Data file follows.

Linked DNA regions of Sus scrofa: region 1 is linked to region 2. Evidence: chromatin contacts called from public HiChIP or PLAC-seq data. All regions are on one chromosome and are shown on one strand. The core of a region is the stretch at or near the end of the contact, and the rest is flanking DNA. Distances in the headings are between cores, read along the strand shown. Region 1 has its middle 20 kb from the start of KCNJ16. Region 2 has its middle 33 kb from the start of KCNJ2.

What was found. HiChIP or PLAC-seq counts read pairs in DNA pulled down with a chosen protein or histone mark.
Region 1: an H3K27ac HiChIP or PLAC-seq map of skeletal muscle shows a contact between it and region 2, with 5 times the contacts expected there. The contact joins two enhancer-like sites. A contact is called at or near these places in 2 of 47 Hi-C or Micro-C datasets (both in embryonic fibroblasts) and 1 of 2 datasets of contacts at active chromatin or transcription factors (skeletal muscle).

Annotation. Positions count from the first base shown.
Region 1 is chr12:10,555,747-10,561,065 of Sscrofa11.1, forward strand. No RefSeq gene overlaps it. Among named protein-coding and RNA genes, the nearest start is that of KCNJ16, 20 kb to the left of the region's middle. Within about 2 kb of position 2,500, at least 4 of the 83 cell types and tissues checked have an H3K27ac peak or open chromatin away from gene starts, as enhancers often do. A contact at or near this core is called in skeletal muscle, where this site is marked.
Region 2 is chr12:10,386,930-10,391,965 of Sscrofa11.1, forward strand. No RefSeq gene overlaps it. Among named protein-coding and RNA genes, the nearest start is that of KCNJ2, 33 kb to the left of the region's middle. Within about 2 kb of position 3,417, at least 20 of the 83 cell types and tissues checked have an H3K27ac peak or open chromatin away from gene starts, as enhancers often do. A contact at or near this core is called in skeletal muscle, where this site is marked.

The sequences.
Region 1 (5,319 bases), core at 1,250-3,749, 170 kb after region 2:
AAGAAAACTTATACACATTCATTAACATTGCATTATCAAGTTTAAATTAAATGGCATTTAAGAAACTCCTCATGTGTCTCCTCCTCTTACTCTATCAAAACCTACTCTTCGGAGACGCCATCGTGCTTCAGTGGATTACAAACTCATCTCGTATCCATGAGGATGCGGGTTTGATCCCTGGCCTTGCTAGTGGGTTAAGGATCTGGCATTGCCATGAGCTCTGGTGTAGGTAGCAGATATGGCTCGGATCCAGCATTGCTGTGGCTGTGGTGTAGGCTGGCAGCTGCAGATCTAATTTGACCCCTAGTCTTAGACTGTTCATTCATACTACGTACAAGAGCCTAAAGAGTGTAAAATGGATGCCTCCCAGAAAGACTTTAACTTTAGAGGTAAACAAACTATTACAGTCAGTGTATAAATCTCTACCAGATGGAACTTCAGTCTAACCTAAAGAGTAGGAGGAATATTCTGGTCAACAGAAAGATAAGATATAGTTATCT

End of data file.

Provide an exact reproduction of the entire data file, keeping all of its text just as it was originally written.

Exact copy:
Linked DNA regions of Sus scrofa: region 1 is linked to region 2. Evidence: chromatin contacts called from public HiChIP or PLAC-seq data. All regions are on one chromosome and are shown on one strand. The core of a region is the stretch at or near the end of the contact, and the rest is flanking DNA. Distances in the headings are between cores, read along the strand shown. Region 1 has its middle 20 kb from the start of KCNJ16. Region 2 has its middle 33 kb from the start of KCNJ2.

What was found. HiChIP or PLAC-seq counts read pairs in DNA pulled down with a chosen protein or histone mark.
Region 1: an H3K27ac HiChIP or PLAC-seq map of skeletal muscle shows a contact between it and region 2, with 5 times the contacts expected there. The contact joins two enhancer-like sites. A contact is called at or near these places in 2 of 47 Hi-C or Micro-C datasets (both in embryonic fibroblasts) and 1 of 2 datasets of contacts at active chromatin or transcription factors (skeletal muscle).

Annotation. Positions count from the first base shown.
Region 1 is chr12:10,555,747-10,561,065 of Sscrofa11.1, forward strand. No RefSeq gene overlaps it. Among named protein-coding and RNA genes, the nearest start is that of KCNJ16, 20 kb to the left of the region's middle. Within about 2 kb of position 2,500, at least 4 of the 83 cell types and tissues checked have an H3K27ac peak or open chromatin away from gene starts, as enhancers often do. A contact at or near this core is called in skeletal muscle, where this site is marked.
Region 2 is chr12:10,386,930-10,391,965 of Sscrofa11.1, forward strand. No RefSeq gene overlaps it. Among named protein-coding and RNA genes, the nearest start is that of KCNJ2, 33 kb to the left of the region's middle. Within about 2 kb of position 3,417, at least 20 of the 83 cell types and tissues checked have an H3K27ac peak or open chromatin away from gene starts, as enhancers often do. A contact at or near this core is called in skeletal muscle, where this site is marked.

The sequences.
Region 1 (5,319 bases), core at 1,250-3,749, 170 kb after region 2:
AAGAAAACTTATACACATTCATTAACATTGCATTATCAAGTTTAAATTAAATGGCATTTAAGAAACTCCTCATGTGTCTCCTCCTCTTACTCTATCAAAACCTACTCTTCGGAGACGCCATCGTGCTTCAGTGGATTACAAACTCATCTCGTATCCATGAGGATGCGGGTTTGATCCCTGGCCTTGCTAGTGGGTTAAGGATCTGGCATTGCCATGAGCTCTGGTGTAGGTAGCAGATATGGCTCGGATCCAGCATTGCTGTGGCTGTGGTGTAGGCTGGCAGCTGCAGATCTAATTTGACCCCTAGTCTTAGACTGTTCATTCATACTACGTACAAGAGCCTAAAGAGTGTAAAATGGATGCCTCCCAGAAAGACTTTAACTTTAGAGGTAAACAAACTATTACAGTCAGTGTATAAATCTCTACCAGATGGAACTTCAGTCTAACCTAAAGAGTAGGAGGAATATTCTGGTCAACAGAAAGATAAGATATAGTTATCT